Meeting monks who are avid 76ers fans
The people who tabulate the demographics of Philadelphia's sport fans may have missed the monks of the Danzandarjaa Khiid monastery in Moron, Mongolia. I met three of them in a small café just a few yards from the monastery's central temple during my final day in Hovsgol Aimag. "Where are you from, and where are you going?" asked one with a characteristic greeting when I entered the room.
The people who tabulate the demographics of Philadelphia’s sport fans may have missed the monks of the Danzandarjaa Khiid monastery in Moron, Mongolia.
I met three of them in a small café just a few yards from the monastery’s central temple during my final day in Hovsgol Aimag. “Where are you from, and where are you going?” asked one with a characteristic greeting when I entered the room.
On hearing Philadelphia, he and his friends all grinned excitedly. They could hardly believe their good fortune at meeting someone from the land of their favorite basketball team. They cried out “76ers” in unison, and then began to recite the names of their favorite players. It seems the NBA games are broadcast here by satellite TV and these guys love to watch our hometown team.
A fourth monk entered and after ordering some tea, spent the next few minutes trying to promote the Celtics. But the 76ers fans had him outnumbered, and being a good Buddhist, the lone Celtics booster decided to return to morning prayers.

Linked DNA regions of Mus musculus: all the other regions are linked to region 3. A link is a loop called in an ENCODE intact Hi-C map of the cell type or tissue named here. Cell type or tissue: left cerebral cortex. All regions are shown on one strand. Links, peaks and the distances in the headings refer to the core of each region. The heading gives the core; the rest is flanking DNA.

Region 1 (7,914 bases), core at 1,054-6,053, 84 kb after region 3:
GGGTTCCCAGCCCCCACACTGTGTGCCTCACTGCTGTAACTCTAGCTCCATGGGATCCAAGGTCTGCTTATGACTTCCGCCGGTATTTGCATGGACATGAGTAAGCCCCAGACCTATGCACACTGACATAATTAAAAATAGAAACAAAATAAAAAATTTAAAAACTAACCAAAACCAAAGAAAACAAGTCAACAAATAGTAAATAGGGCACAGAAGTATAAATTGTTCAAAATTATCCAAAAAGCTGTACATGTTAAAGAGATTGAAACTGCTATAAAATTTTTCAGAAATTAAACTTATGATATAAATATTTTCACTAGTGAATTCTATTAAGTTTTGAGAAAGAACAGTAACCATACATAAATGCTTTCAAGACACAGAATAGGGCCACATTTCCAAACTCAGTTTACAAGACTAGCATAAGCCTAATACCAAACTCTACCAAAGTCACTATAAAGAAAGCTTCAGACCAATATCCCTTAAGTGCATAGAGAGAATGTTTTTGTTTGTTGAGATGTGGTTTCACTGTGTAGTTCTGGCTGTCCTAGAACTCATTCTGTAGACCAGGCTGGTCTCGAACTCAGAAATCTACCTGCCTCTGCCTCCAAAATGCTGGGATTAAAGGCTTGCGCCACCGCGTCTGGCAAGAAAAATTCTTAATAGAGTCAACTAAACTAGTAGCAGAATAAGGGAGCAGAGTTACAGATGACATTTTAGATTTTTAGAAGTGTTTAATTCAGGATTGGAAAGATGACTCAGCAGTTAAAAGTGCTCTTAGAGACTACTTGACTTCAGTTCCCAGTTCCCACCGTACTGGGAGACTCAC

American basketball has entered the consciousness of every Mongolian with access to television. You can see the effects throughout the countryside, for near almost every ger that has a solar panel and a satellite dish, is a home-made basketball backboard mounted on a tall larch pole.
The hoops, fashioned from pieces of salvaged metal, vary widely in size and height. I have seen some as low as six feet and others as high as fifteen feet from the ground - it’s hard to judge from a television screen just how high a hoop should be.
The courts are sand or gravel, and usually strewn with cow pies. Many of the backboards double as hitching posts for the family’s horses when they’re not in use.
Mongolia’s greatest sports heroes are still its wrestlers, but give the country a few more years and a new generation of sports fans may push basketball into the front row.
Perhaps some day we will see the 76ers take on Ulaan Bataar’s “Red Heroes” in the big arena downtown. If so, the monks from Moron – or their successors - will surely be there to cheer.